4. Experimental

4.1. Materials

All chemical reagents were purchased from Aladdin Bio-Chem Technology Co., Ltd. (China) and used without further purification. High-purity Ti3AlC2 powder (≥400 mesh) was purchased from Laizhou Kai Kai Ceramic Materials Company Ltd. CNF solution was purchased from Guilin Qihong Technology. The water used in all experiments was obtained using a Simplicity Milli-Q system (Millipore, France).

4.2. Fabrication of Ti3C2Tx (MXene) Nanosheets

Firstly, 1 g of LiF powder was added to the prepared 20 ml of 9 M hydrochloric acid. Secondly, 1 g of Ti3AlC2 powder (MAX phase) was slowly added to the above-mixed solution, followed by continuous magnetic stirring of the mixture at 35°C for 24 h to achieve etching of the Al layer. Thirdly, the reaction product was washed several times with ultrapure water by centrifugation to make its pH value greater than 6. Fourth, the above product was sonicated in an ice bath and argon atmosphere for 1 h. Finally, after centrifugation at 3500 rpm for 30 min, the dark green supernatant of MXene nanosheets was collected.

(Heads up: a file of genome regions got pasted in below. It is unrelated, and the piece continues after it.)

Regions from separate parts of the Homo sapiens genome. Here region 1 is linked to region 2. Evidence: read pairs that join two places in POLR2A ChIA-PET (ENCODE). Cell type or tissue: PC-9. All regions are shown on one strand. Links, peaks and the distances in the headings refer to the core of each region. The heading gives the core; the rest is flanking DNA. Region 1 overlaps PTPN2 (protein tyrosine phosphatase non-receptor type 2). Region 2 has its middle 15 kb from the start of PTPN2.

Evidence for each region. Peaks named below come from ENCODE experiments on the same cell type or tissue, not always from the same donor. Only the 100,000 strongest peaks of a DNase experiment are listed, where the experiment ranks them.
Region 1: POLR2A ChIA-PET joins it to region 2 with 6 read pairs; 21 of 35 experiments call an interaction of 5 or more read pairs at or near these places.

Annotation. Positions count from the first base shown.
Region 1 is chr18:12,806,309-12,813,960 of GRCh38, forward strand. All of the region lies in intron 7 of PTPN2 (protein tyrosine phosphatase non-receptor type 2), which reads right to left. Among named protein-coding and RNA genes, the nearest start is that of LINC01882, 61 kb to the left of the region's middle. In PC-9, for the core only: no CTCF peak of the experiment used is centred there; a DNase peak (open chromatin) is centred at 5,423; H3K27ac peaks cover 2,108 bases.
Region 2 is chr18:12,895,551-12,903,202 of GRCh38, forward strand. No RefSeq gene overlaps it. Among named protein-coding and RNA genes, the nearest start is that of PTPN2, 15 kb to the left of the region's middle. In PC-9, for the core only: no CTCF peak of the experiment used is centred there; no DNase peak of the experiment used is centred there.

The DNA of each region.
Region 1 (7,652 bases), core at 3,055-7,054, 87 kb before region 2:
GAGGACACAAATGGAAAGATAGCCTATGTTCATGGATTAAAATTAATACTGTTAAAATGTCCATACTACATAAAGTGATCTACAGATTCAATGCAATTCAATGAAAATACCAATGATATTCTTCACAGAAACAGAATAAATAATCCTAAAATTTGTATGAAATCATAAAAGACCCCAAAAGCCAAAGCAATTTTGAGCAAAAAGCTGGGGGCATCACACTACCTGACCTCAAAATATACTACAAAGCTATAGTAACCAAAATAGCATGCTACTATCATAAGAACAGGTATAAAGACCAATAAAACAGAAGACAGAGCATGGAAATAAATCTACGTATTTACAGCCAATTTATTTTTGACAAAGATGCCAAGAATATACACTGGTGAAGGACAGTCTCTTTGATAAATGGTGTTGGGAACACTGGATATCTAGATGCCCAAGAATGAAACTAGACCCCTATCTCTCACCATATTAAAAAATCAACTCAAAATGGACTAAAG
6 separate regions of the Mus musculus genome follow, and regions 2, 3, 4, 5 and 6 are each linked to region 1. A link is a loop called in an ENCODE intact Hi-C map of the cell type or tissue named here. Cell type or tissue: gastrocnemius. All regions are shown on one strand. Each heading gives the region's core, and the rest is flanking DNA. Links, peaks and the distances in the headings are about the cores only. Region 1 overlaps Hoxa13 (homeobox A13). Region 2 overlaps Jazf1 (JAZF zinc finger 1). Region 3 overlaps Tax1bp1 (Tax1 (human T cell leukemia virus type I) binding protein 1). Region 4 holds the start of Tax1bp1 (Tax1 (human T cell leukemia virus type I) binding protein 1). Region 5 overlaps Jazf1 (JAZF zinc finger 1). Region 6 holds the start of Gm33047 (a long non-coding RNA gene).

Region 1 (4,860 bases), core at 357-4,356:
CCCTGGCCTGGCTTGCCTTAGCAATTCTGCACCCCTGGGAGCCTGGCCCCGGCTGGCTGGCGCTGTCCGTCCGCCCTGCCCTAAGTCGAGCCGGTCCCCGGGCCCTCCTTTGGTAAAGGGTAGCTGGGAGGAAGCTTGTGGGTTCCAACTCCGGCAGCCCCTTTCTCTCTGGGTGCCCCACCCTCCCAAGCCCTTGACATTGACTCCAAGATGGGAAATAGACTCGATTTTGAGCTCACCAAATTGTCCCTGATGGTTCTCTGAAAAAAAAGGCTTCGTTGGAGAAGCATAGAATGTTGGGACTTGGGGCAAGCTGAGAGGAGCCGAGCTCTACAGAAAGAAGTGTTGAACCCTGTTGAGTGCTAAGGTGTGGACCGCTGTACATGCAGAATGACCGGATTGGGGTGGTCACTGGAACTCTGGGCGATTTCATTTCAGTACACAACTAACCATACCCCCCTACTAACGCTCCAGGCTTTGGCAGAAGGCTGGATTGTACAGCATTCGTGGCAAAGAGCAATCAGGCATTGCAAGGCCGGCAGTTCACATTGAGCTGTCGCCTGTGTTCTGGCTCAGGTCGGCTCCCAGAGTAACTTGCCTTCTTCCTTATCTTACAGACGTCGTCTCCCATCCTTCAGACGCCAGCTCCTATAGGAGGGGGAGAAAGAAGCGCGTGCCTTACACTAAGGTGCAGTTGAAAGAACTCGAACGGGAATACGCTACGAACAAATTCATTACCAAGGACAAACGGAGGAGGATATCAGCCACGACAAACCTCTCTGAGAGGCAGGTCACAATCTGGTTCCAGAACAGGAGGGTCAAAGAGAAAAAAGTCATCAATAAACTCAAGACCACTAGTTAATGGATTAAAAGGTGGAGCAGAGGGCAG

4.3. The Preparation of 3D Porous MXene Aerogels

The prepared MXene and CNF solutions were mixed in different proportions into a series of MXene/CNF solutions (10 wt%, 20 wt%, 40 wt%, 60 wt%, 80 wt% of CNF contents) and then sonicated for 5 min and stirred magnetically for 30 min to make them well mixed. The mass of the MXene films was 30 mg. The specific volume of the mixed solution was poured into the extraction device and finally dried into a series of MXene films. Then, 2 ml of hydrazine hydrate (85 wt%) was added to the MXene films and kept at 90°C for 1 h to achieve gas foaming. MXene film on glass slide in sealed petri dish evolved into MXene aerogels by the vapor of a blowing agent (N2H4). The MXene aerogels were successfully prepared in this way.

4.4. Assembly of the Multifunctional MXene Aerogel Pressure Sensor